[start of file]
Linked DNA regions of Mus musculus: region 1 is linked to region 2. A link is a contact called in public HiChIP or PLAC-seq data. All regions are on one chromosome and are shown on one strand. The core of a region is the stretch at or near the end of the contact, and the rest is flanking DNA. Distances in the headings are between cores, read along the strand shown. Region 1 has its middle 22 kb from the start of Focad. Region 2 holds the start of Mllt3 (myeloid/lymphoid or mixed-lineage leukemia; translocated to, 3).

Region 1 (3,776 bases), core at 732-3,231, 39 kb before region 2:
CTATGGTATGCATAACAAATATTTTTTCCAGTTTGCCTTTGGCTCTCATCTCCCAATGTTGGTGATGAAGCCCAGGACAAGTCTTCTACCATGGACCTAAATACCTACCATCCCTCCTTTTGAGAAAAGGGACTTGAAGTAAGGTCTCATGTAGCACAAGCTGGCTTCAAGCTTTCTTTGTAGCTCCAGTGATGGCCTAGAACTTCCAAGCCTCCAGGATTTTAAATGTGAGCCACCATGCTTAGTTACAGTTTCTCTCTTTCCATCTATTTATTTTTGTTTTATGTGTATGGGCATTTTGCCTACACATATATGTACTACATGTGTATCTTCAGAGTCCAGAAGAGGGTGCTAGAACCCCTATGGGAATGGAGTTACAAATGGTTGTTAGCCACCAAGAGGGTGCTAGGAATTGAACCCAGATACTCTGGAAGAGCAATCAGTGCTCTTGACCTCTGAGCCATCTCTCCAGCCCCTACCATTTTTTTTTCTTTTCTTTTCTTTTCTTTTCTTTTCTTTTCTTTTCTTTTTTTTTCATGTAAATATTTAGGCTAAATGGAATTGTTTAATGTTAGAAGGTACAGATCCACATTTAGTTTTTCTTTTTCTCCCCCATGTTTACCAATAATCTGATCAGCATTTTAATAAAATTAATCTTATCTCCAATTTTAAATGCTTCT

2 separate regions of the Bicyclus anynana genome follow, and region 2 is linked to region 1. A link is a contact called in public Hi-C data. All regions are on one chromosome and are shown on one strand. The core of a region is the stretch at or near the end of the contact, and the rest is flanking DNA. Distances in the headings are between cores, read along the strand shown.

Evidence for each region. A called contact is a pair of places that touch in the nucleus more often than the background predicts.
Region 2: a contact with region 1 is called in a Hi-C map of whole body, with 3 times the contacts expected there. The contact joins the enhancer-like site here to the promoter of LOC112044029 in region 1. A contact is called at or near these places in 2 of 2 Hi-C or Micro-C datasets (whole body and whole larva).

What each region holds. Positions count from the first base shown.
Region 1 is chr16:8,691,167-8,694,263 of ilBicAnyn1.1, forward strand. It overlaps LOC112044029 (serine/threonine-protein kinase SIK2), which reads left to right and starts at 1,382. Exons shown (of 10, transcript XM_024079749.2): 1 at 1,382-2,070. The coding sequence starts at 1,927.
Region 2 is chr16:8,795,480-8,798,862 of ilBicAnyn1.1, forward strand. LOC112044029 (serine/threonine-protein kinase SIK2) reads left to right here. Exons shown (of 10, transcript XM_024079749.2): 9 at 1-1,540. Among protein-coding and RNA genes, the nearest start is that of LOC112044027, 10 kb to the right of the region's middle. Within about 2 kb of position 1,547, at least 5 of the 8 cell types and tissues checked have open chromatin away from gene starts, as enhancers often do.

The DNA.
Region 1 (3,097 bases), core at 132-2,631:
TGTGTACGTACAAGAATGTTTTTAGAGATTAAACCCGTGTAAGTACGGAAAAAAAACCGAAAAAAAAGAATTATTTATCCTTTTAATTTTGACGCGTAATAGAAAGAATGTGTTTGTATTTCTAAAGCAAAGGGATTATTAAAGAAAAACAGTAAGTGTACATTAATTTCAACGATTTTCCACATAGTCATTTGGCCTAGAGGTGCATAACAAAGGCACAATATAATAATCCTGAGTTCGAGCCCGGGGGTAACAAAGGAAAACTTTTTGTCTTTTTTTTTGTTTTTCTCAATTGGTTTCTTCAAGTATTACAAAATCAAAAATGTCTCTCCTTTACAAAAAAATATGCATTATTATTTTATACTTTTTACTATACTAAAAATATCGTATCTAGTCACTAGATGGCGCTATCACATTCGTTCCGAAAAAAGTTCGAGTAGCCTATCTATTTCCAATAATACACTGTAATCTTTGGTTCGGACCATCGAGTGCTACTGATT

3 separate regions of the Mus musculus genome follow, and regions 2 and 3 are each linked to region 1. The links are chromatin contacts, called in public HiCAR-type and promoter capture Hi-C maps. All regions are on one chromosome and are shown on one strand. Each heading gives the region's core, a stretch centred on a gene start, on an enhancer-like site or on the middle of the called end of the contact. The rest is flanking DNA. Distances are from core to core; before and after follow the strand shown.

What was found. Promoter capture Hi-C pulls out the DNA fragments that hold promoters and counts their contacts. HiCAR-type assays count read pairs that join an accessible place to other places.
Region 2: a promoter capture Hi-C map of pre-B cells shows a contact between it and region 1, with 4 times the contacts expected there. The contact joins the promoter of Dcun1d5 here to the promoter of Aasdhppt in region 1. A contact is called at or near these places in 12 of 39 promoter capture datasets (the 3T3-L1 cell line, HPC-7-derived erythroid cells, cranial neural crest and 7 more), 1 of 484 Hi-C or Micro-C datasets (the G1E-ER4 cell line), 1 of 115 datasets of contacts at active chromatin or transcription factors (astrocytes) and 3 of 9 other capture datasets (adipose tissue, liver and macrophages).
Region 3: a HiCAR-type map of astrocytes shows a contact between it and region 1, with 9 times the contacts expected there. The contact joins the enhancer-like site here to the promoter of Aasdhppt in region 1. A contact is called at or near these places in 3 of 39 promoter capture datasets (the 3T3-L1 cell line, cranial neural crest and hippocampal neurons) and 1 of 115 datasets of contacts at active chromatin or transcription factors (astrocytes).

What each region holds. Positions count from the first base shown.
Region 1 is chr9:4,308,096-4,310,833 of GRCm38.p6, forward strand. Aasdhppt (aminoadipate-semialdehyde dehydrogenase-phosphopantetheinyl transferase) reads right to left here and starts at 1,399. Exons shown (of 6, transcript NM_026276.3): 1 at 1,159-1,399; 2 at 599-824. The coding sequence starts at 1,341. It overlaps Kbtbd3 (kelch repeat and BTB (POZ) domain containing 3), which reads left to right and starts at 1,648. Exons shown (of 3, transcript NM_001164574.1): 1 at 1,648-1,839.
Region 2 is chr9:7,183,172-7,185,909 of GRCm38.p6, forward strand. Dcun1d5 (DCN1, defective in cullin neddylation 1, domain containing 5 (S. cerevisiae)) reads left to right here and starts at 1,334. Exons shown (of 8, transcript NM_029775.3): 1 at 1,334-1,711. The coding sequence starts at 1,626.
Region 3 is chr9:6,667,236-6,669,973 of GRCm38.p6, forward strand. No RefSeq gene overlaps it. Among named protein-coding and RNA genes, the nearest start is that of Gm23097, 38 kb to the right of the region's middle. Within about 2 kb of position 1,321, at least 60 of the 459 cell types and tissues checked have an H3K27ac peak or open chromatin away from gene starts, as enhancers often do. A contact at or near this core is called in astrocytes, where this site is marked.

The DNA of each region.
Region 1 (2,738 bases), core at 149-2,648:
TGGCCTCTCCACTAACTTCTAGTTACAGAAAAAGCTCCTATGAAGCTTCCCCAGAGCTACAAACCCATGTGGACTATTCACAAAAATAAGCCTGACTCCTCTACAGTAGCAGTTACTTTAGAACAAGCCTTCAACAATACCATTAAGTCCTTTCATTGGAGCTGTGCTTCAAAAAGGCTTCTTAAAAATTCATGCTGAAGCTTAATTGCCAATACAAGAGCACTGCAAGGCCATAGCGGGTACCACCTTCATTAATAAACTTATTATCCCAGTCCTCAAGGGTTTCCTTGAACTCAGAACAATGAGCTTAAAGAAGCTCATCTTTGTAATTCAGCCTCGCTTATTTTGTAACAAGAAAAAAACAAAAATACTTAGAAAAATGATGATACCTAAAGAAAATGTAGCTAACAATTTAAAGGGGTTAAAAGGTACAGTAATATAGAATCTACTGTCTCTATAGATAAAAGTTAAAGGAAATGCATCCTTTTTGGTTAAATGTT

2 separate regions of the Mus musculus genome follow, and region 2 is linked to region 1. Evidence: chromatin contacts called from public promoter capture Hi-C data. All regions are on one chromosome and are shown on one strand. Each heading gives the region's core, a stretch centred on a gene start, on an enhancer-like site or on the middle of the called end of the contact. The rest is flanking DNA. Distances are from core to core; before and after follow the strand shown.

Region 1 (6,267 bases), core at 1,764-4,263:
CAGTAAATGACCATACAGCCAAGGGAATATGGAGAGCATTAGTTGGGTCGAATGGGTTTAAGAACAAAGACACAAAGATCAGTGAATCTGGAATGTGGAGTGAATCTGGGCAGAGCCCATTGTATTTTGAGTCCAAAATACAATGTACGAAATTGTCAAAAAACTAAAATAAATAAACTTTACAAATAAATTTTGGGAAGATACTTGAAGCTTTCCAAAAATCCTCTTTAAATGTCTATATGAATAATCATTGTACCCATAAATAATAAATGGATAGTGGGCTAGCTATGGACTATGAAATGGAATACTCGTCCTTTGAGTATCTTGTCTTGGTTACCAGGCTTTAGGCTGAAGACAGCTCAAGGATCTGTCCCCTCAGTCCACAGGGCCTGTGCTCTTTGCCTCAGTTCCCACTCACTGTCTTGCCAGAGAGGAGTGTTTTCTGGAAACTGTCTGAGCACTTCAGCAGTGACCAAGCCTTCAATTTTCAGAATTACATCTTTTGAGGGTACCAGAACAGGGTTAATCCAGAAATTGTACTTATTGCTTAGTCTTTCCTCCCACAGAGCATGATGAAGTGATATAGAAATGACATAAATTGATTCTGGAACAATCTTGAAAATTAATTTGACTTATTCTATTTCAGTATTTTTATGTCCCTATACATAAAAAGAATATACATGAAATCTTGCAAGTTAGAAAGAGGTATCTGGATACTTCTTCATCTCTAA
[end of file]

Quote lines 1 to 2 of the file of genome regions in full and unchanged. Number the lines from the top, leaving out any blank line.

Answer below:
Linked DNA regions of Mus musculus: region 1 is linked to region 2. A link is a contact called in public HiChIP or PLAC-seq data. All regions are on one chromosome and are shown on one strand. The core of a region is the stretch at or near the end of the contact, and the rest is flanking DNA. Distances in the headings are between cores, read along the strand shown. Region 1 has its middle 22 kb from the start of Focad. Region 2 holds the start of Mllt3 (myeloid/lymphoid or mixed-lineage leukemia; translocated to, 3).

Region 1 (3,776 bases), core at 732-3,231, 39 kb before region 2: